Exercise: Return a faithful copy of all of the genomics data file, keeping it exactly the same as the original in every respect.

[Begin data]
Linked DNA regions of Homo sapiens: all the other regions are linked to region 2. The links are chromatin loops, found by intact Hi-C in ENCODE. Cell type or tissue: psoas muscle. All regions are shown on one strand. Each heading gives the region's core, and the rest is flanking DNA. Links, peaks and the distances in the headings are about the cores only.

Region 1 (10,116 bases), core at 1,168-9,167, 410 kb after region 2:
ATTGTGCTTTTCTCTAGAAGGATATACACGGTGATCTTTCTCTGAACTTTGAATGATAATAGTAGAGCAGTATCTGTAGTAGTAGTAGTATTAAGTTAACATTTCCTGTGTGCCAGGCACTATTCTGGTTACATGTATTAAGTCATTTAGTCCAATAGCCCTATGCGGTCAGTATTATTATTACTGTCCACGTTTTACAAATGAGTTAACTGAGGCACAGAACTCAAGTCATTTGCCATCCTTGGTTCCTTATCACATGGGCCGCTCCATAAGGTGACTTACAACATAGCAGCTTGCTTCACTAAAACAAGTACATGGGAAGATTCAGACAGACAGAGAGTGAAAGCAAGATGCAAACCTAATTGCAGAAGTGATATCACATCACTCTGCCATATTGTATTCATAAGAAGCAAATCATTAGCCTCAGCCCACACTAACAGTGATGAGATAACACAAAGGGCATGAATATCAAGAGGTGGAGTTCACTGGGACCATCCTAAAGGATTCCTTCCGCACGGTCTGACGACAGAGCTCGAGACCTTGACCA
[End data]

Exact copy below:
Linked DNA regions of Homo sapiens: all the other regions are linked to region 2. The links are chromatin loops, found by intact Hi-C in ENCODE. Cell type or tissue: psoas muscle. All regions are shown on one strand. Each heading gives the region's core, and the rest is flanking DNA. Links, peaks and the distances in the headings are about the cores only.

Region 1 (10,116 bases), core at 1,168-9,167, 410 kb after region 2:
ATTGTGCTTTTCTCTAGAAGGATATACACGGTGATCTTTCTCTGAACTTTGAATGATAATAGTAGAGCAGTATCTGTAGTAGTAGTAGTATTAAGTTAACATTTCCTGTGTGCCAGGCACTATTCTGGTTACATGTATTAAGTCATTTAGTCCAATAGCCCTATGCGGTCAGTATTATTATTACTGTCCACGTTTTACAAATGAGTTAACTGAGGCACAGAACTCAAGTCATTTGCCATCCTTGGTTCCTTATCACATGGGCCGCTCCATAAGGTGACTTACAACATAGCAGCTTGCTTCACTAAAACAAGTACATGGGAAGATTCAGACAGACAGAGAGTGAAAGCAAGATGCAAACCTAATTGCAGAAGTGATATCACATCACTCTGCCATATTGTATTCATAAGAAGCAAATCATTAGCCTCAGCCCACACTAACAGTGATGAGATAACACAAAGGGCATGAATATCAAGAGGTGGAGTTCACTGGGACCATCCTAAAGGATTCCTTCCGCACGGTCTGACGACAGAGCTCGAGACCTTGACCA